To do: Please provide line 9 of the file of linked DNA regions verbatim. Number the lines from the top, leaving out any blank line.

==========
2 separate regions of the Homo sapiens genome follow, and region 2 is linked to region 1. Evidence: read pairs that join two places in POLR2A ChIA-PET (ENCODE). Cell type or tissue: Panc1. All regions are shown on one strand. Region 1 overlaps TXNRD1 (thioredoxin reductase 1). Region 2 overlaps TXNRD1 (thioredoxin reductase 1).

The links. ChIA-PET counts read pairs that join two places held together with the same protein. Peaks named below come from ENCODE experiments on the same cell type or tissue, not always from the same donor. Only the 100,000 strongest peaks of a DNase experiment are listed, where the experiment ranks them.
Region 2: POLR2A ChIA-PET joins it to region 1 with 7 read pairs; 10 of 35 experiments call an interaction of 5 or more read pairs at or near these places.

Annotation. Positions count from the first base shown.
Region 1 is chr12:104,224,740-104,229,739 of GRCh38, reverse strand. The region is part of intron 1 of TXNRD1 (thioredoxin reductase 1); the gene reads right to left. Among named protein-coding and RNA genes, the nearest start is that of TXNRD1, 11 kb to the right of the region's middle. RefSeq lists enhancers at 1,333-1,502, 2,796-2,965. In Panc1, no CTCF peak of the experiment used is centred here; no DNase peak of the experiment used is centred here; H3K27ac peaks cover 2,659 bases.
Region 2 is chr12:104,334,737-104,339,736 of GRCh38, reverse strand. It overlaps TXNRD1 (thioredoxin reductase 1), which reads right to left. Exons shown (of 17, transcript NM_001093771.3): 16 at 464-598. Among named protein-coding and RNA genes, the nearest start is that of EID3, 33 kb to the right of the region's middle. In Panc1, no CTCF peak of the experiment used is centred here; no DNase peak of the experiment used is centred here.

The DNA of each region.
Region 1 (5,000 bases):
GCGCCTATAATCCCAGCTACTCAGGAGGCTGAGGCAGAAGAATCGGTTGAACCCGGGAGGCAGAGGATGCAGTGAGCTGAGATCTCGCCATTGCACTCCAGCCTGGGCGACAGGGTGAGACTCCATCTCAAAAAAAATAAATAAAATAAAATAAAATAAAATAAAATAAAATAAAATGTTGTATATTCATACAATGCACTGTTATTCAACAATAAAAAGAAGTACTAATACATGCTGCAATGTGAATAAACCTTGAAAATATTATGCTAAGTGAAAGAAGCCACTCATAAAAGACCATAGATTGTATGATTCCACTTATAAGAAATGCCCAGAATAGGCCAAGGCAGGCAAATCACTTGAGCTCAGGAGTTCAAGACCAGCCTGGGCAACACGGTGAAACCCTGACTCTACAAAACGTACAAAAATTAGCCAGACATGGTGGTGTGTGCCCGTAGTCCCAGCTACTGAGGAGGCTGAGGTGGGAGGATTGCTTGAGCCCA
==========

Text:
GCGCCTATAATCCCAGCTACTCAGGAGGCTGAGGCAGAAGAATCGGTTGAACCCGGGAGGCAGAGGATGCAGTGAGCTGAGATCTCGCCATTGCACTCCAGCCTGGGCGACAGGGTGAGACTCCATCTCAAAAAAAATAAATAAAATAAAATAAAATAAAATAAAATAAAATAAAATGTTGTATATTCATACAATGCACTGTTATTCAACAATAAAAAGAAGTACTAATACATGCTGCAATGTGAATAAACCTTGAAAATATTATGCTAAGTGAAAGAAGCCACTCATAAAAGACCATAGATTGTATGATTCCACTTATAAGAAATGCCCAGAATAGGCCAAGGCAGGCAAATCACTTGAGCTCAGGAGTTCAAGACCAGCCTGGGCAACACGGTGAAACCCTGACTCTACAAAACGTACAAAAATTAGCCAGACATGGTGGTGTGTGCCCGTAGTCCCAGCTACTGAGGAGGCTGAGGTGGGAGGATTGCTTGAGCCCA